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Adams School BioswaleCreeks

asphalt channel at Adams Elementary School (March 2009)Adams Elementary School sits on land with a long history of human disturbance. It was once part of a small airport, and now much of the site is paved over for parking or playgrounds. Prior to construction of the new bioswale during the summer of 2009, storm water runoff and direct rainfall was rapidly directed off the site via a long asphalt drainage channel to an eroded ditch. At one time, this site likely held a seasonal stream that conveyed the rainwater much slower, allowing for native vegetation to establish and animals to use the site for habitat. It is unknown when this channel was covered with asphalt, but it likely happened several decades ago. This unnamed tributary eventually flows to Las Positas Creek, then Arroyo Burro Creek, and finally enters the Pacific Ocean at Hendry’s Beach.

Project Description

The Adams Elementary School project, part of the larger Upper Las Positas Creek Restoration and Storm Water Management Project at the Santa Barbara Golf Club, included removal of the asphalt channel and the creation of a bioswale, or more natural wetland area, through grading and native plantings. This area will be the focus of outreach and educational efforts for years to come. Water that enters the bioswale from the storm drain on Las Positas Road will slowly traverse along the newly restored creek channel as it heads downstream and enters elements of the larger storm water management project on the City’s golf course, with the entire project resulting in significant expansion and enhancement of wetlands benefiting both wildlife and water quality.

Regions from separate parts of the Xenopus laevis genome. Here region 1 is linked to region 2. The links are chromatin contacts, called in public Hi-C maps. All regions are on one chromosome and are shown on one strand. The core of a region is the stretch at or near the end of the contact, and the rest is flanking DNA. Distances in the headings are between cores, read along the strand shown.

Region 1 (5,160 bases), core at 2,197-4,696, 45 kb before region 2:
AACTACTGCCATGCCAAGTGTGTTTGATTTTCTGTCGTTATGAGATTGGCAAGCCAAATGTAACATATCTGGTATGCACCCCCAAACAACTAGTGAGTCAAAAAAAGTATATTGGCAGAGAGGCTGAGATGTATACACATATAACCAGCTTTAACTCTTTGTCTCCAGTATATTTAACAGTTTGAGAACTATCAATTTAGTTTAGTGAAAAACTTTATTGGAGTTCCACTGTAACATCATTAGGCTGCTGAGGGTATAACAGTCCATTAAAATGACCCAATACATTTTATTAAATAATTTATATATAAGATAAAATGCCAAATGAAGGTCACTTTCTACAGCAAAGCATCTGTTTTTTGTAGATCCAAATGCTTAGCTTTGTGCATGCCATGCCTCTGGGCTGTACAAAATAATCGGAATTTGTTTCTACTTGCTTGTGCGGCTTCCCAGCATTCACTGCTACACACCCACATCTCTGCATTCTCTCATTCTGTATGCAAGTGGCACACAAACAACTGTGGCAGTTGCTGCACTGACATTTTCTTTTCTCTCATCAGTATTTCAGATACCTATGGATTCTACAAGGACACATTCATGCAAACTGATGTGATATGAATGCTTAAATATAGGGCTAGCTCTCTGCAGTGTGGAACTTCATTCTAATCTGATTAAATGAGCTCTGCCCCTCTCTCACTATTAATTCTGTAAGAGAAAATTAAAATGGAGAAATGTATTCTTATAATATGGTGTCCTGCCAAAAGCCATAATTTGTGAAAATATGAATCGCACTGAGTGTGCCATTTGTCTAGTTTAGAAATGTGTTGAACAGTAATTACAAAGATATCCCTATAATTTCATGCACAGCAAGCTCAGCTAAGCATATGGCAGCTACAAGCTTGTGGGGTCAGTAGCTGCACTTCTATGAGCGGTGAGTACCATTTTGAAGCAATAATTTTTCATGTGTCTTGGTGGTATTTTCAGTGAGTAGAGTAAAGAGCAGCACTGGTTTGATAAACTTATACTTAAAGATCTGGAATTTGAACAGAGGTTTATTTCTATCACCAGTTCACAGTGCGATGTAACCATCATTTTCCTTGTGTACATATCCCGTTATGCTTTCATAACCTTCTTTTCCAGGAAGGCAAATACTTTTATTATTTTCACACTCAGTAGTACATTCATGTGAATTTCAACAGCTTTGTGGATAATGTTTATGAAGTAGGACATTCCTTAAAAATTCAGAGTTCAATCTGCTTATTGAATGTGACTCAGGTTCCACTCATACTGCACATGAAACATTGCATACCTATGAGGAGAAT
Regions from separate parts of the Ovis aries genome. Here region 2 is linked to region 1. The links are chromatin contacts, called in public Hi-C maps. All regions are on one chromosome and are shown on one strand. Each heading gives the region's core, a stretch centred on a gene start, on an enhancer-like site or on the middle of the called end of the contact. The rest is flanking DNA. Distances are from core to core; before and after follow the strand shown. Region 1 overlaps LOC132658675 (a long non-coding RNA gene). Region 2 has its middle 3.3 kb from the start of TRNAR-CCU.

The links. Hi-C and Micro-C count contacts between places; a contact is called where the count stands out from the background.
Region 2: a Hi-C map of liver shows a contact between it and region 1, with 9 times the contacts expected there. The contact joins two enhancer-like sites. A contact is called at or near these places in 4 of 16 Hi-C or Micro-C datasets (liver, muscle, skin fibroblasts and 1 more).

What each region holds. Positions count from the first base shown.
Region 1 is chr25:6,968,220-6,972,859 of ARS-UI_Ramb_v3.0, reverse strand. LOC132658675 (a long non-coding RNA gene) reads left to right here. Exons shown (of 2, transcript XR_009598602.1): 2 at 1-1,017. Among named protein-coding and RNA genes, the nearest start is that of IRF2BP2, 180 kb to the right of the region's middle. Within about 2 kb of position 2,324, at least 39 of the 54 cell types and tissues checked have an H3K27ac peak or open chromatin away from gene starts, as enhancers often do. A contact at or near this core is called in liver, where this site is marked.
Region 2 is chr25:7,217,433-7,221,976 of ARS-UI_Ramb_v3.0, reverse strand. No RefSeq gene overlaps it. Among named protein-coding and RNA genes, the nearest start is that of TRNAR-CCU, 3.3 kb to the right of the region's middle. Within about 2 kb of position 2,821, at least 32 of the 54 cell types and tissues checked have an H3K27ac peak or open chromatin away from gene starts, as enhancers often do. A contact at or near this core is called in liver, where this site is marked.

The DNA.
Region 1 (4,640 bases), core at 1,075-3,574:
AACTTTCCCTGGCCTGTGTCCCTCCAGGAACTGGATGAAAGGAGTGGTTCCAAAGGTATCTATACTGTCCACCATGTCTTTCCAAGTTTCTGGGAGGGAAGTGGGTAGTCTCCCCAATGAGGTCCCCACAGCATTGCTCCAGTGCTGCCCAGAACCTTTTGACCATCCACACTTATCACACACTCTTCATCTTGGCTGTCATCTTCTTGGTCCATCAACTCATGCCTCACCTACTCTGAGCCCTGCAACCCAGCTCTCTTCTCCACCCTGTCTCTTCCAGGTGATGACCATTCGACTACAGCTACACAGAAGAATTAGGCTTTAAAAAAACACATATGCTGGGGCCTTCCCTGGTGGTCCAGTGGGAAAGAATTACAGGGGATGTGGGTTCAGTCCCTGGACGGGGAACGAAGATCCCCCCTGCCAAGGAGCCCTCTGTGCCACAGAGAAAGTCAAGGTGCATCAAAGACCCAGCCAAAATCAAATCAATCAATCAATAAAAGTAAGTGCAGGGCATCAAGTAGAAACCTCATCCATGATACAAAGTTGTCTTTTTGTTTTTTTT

A storm sends runoff through the newly-constructed bioswale (October 2009)

Ecological Benefits

This project will increase native plant diversity, reduce pollutant loads to downstream waterways, and provide needed habitat for migratory birds and native pollinators. Native wetland plants that historically were abundant in Santa Barbara’s creeks and seasonal wetlands have since been replaced with exotic ornamentals, turf, and asphalt as urbanization increased during the past several decades. This project will restore the diversity of native plant species and provide habitat resources at the project site to support a better functioning food web. Natural treatment of water pollution, including sediments, bacteria, and fertilizers will be an important benefit of the restored system.

Student Participation

In May of 2009, students participated in “Before” visits to the bioswale site with Creeks Division staff, local poet and educator Sojourner Kincaid Rolle, and Osiris Castaneda of Youth CineMedia. Students had the opportunity to observe, draw, and photograph the project site, and to learn more about restoration and the importance of healthy creeks.

Elementary school students explore the bioswale and help plant native plants (Fall 2009)Creek Week

During Santa Barbara’s 10th Annual Creek Week in September, over 30 students in the Recreation Afterschool Program (RAP) and Afterschool Opportunities for Kids Program (A-OK!) joined Creeks Division staff for a community planting day where they planted 50 native plants at the bioswale site! City TV was on hand to interview staff and students about the project for an episode of “Inside Santa Barbara.”In September and October of 2009, students again joined Creeks Division staff, Sojourner Kincaid Rolle, and Art From Scrap staff for “After” visits, where they explored the newly constructed bioswale, created new drawings and observations, and helped to plant another 50 native plants.

Once the project is complete, students will participate in hands-on learning experiences such as water quality testing, ongoing stewardship of the site, wildlife observations, and field trips “Down the Watershed” to Hendry’s Beach. Youth CineMedia will produce a short film about the project, and students will participate in a ribbon cutting ceremony in early 2010.

Last Updated: Mar 14, 2013